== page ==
H3Africa Research Project

Clinical and Genetic Studies of Hereditary Neurological Disorders in Mali

The Goal: to identify African patients/families with hereditary neurological disorders and to identify their underlying genetic defects.

Project Leads

Dr. Guida Landoure

University of Sciences, Techniques and Technology of Bamako


The Problem

Neurological disorders present public health challenges globally with total disability-adjusted life years (DALYs) greater than some infectious diseases. These challenges are even greater when considering hereditary neurological diseases that cause premature death, severe disability and loss of productivity, resulting in high health care costs. Although most are currently untreatable, increasing awareness and community engagement about hereditary neurological disorders can reduce this burden. Additionally, to understand the mechanism of all genetic disorders and come to therapeutics, there is a need to discover all disease-causing genes.

Project Strategy

  1. Enroll families with and without hereditary neurological disorders; collect demographical data and perform routine clinical and laboratory testing to accurately assess the condition of patients.
  2. Perform genetic sequencing to identify genes associated with neurological disorders.
  3. Community engagement activities and conferences in high schools are held to explain our protocol and some basic genetic principles and expose and interest the young generation to science.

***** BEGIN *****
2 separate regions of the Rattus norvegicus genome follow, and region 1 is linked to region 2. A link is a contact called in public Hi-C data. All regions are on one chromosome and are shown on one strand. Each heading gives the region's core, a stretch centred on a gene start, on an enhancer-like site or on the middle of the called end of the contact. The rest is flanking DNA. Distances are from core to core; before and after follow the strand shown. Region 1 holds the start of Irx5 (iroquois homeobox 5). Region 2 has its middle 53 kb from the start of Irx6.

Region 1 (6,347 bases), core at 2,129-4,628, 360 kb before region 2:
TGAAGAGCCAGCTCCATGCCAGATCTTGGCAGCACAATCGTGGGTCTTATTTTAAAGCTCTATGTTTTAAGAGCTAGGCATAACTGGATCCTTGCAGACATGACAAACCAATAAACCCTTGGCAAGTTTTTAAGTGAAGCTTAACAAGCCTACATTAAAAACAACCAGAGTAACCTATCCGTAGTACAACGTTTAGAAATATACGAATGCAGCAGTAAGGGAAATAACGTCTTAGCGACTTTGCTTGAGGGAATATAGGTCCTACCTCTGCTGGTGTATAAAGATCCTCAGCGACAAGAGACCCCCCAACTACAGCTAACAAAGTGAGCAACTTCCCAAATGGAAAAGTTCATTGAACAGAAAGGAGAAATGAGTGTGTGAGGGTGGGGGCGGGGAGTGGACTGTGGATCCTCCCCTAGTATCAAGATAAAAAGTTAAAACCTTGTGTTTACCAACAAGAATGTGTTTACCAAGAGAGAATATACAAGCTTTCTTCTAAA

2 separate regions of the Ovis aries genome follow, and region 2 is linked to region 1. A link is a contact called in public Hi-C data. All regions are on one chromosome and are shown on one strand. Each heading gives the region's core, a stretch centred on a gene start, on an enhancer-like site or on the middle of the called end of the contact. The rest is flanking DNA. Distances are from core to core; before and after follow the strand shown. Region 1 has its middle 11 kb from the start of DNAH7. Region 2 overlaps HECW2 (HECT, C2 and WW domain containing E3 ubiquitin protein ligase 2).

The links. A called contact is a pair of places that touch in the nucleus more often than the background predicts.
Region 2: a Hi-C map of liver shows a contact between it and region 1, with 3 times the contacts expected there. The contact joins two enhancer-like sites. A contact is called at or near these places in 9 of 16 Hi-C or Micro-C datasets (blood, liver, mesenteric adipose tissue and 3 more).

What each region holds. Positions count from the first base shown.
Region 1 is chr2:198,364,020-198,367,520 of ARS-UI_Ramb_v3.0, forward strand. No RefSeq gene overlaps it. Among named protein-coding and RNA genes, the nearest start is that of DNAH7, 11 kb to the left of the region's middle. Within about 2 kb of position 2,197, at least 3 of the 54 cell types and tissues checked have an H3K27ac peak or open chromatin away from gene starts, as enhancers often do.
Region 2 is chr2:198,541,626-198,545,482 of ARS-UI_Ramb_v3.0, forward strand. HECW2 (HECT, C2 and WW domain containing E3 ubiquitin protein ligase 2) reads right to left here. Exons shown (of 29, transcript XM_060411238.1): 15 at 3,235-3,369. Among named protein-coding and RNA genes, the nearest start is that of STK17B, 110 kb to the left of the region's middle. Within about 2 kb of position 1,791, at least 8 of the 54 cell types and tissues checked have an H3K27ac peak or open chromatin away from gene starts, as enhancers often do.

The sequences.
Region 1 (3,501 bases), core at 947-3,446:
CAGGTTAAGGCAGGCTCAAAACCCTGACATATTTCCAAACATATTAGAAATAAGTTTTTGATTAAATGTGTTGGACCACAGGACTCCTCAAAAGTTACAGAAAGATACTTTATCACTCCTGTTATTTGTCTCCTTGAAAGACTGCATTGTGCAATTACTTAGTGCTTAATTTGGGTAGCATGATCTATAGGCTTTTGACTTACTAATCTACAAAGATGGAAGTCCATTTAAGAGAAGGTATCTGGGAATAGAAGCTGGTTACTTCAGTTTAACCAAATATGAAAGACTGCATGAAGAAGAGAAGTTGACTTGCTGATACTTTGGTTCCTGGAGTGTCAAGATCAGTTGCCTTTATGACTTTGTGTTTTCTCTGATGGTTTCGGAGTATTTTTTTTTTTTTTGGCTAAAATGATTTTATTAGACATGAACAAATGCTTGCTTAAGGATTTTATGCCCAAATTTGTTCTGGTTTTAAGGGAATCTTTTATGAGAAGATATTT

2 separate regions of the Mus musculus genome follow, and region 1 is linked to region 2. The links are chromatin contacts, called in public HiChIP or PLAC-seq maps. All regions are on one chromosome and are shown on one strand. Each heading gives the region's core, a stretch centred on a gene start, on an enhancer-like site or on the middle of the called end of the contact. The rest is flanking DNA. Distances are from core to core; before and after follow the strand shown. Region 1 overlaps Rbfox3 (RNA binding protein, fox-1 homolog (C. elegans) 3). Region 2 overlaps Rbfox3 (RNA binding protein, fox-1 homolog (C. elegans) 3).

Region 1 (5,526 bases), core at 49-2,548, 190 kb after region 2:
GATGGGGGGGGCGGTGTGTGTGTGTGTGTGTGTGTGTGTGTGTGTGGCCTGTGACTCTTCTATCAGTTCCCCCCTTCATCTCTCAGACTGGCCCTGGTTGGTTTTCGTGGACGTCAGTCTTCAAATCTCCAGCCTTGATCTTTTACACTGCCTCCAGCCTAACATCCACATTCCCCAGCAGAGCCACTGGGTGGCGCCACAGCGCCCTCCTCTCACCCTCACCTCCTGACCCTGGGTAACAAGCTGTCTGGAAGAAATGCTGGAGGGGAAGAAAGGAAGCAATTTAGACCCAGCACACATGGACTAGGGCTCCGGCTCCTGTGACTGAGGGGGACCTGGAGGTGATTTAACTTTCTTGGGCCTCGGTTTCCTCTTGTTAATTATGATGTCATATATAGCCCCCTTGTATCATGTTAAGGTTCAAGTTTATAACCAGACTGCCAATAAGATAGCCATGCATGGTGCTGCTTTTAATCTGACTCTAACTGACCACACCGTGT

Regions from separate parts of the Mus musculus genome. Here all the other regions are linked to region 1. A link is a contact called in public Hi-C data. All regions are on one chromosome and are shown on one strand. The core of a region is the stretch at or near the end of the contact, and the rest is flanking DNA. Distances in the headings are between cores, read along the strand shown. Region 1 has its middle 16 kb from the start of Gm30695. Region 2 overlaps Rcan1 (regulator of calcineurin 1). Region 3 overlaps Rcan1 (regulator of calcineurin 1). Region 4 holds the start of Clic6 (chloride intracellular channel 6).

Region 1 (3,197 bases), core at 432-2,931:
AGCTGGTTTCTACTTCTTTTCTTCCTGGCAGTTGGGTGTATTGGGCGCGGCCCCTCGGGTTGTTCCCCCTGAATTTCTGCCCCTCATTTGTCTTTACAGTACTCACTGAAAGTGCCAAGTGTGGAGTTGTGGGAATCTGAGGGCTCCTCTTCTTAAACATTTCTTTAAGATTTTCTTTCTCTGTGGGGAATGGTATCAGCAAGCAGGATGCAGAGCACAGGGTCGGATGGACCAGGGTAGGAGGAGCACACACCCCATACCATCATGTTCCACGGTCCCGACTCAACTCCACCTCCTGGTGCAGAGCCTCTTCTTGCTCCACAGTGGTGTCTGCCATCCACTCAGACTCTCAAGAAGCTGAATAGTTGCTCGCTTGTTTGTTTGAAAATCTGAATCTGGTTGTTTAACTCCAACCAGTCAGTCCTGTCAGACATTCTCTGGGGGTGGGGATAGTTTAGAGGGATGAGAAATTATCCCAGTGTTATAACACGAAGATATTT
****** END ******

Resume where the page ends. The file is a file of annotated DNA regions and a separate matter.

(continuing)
Successes and Potential Impact

To date, the project has:
• Enrolled 276 families (neurology, rheumatology, and pediatrics)
• Identified novel genetic variants (some of the diseases haven’t been previously described in Africa).
• Identified two putative novel genes, and families with negative testing for clinically relevant genes.
• Trained over 10 students and three postdoctoral fellows in genetics and molecular biology.
• Developed a Master program in medical genetics and post-university training in genetic topics.

This project is mitigating disparities in genetic health care delivery between developing and developed and had a significant impact by facilitating the training of students and faculty members in genetics and molecular biology. In addition, incentives and resources have been developed to retain and bring back Malian scientists from abroad. This impact will likely be felt for generations to come.

Project Sites

A: Mali
University of Sciences, Techniques and Technology of Bamako, National Institute of Public Health Research, Centre Hospitalier Universitaire de Gabriel Toure, Department of Health

Non-African Collaborators:
USA: NIH, Uniformed Services University of the Health Sciences
UK: University College London

Funding

This work is supported by the U.S. National Institutes of Health (NIH), Office of the Director (OD), the National Institute of Neurological Diseases and Stroke (NINDS), and the National Human Genome Research Institute (NHGRI) grant number U01HG007044.

Additional Resources